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Reverse Osmosis v. Carbon Filtration

One of the more common questions we receive is about the options for drinking water filtration. Two of the leading technologies for drinking water filtration are carbon-based filters and reverse osmosis filtration. They are decidedly different technologies with very different levels of drinking water quality.

What is Removed:  Reverse Osmosis v. Carbon Filtration

Water May Contain: “Reverse Osmosis / Carbon Combination” “Carbon Block or Activated Carbon”
Bad/Foul Taste Removes Improves
Odor Removes Improves
Turbidity Removes Reduces
Organic Compounds* Removes Removes
Chlorine & THMs Removes Removes
Bacteria Removes May Control Growth**
Viruses Removes Will Not Remove
Cysts Removes Removes Some
Parasites Removes Removes Some
Arsenic Removes Will Not Remove
Heavy Metals*** Removes Removes Some
Dissolved Solids**** Removes Will Not Remove
Fluoride Removes Will Not Remove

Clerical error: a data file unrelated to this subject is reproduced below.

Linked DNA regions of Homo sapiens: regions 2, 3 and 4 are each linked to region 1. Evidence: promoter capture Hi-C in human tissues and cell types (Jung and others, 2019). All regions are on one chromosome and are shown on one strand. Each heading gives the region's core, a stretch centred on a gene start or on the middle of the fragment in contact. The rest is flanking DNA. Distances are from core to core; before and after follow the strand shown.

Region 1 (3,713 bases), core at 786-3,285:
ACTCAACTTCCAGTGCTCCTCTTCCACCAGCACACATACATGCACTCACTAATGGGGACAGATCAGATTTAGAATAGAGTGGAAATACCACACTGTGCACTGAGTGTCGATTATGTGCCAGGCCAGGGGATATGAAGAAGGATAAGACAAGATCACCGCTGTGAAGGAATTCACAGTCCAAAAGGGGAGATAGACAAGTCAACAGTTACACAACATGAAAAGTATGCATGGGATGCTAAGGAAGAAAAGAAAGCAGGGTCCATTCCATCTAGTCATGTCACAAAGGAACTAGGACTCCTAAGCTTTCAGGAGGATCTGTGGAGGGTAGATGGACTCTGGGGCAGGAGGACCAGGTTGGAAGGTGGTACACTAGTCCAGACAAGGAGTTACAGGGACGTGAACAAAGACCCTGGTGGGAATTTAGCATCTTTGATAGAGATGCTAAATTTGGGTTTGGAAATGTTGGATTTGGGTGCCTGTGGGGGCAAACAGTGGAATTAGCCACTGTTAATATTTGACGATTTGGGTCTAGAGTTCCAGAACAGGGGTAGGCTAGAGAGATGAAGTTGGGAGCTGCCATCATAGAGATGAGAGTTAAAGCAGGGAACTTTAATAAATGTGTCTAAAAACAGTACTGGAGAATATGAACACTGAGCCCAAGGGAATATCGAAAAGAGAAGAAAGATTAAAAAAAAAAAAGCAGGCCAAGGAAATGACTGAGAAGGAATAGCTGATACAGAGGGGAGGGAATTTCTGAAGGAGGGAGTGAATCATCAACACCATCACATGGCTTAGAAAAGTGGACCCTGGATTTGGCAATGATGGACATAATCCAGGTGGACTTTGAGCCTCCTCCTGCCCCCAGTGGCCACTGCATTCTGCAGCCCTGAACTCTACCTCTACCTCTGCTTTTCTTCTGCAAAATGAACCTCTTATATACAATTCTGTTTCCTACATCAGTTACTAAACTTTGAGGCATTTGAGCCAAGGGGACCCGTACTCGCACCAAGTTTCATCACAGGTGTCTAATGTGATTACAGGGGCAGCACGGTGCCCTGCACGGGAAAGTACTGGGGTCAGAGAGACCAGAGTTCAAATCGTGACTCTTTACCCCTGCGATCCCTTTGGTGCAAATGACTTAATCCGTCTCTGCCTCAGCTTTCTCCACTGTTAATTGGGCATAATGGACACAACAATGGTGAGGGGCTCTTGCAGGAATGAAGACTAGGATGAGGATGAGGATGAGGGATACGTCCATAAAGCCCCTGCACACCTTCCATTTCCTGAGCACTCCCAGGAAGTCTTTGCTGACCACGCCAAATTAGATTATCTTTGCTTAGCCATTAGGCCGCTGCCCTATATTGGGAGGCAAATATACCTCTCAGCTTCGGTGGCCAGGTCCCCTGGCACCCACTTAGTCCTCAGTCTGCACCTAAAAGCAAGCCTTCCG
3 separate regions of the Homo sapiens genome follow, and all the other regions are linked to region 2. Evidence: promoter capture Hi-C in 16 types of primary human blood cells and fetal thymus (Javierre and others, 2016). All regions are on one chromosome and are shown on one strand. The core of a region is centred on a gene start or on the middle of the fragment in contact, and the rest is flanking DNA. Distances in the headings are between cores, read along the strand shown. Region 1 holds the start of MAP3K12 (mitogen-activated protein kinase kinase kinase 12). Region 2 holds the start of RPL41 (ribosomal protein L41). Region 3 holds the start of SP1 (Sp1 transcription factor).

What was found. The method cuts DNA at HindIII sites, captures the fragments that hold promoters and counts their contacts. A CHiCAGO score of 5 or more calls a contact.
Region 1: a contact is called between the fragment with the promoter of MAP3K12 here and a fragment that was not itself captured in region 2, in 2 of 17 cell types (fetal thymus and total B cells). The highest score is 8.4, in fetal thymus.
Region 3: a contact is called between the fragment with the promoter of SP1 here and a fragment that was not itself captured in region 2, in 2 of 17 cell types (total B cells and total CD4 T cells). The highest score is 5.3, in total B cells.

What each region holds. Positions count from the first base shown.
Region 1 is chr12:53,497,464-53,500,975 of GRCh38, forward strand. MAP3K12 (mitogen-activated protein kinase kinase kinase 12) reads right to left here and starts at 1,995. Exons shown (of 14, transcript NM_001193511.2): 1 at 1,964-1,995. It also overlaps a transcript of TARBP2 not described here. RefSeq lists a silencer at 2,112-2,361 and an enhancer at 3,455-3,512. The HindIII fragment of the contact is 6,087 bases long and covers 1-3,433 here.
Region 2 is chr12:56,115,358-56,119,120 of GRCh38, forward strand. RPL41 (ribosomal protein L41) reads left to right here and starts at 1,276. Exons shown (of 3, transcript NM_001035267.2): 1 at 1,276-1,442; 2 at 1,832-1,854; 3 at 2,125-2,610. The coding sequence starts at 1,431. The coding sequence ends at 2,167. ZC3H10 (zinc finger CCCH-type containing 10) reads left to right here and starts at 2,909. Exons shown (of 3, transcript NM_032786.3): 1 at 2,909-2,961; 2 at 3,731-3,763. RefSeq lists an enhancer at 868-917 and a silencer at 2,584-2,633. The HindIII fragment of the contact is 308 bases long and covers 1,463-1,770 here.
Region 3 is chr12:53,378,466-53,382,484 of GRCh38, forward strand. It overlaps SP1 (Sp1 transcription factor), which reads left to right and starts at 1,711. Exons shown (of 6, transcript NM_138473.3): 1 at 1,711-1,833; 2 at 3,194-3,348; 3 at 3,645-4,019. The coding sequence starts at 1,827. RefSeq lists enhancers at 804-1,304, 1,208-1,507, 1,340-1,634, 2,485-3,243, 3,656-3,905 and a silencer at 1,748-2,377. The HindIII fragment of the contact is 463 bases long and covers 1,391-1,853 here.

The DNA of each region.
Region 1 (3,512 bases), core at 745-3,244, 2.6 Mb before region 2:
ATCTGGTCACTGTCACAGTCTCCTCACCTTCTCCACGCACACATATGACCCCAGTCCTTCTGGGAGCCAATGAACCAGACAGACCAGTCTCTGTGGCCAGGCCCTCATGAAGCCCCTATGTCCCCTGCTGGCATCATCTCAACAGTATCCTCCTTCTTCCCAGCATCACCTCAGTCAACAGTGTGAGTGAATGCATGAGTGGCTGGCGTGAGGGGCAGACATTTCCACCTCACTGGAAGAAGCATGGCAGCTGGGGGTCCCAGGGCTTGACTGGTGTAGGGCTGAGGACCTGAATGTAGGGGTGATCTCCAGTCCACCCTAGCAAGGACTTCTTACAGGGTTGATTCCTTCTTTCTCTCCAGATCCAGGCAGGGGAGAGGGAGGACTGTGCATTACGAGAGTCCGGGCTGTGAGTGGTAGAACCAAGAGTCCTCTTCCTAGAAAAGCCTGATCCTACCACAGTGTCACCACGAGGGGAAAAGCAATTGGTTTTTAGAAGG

*Organic Compounds – include Pesticides, Herbicides, and Insecticides. **Silver-Impregnated Carbon – can control bacterial growth. ***Heavy Metals – include Iron, Lead, Cadmium, and Aluminum. ****Dissolved Solids – include Sodium, Calcium, Magnesium, and inorganic minerals.

Carbon Filters

Carbon filtration is one of the oldest technologies on the planet.  These types of filters cover a broad spectrum of options. On the extreme low-end, that’s carbon gravel.  These are the refrigerator filters or Brita cartridges.  It’s the same carbon gravel you buy in an aquarium store.  These filters will remove some chlorine. Better filters would be carbon in a block form, some being “activated carbon” or similar.   Most of these will remove more chlorine. A high-quality carbon filter is often more effective than a low-end reverse osmosis system.  An example of this would be our Always Fresh filter.  It removes 99.99% of chlorine.   It will remove volatile organic compounds and heavy metals. A reverse osmosis system will use a high-quality carbon filter.  These are often called the “taste and odor” filter.

Reverse Osmosis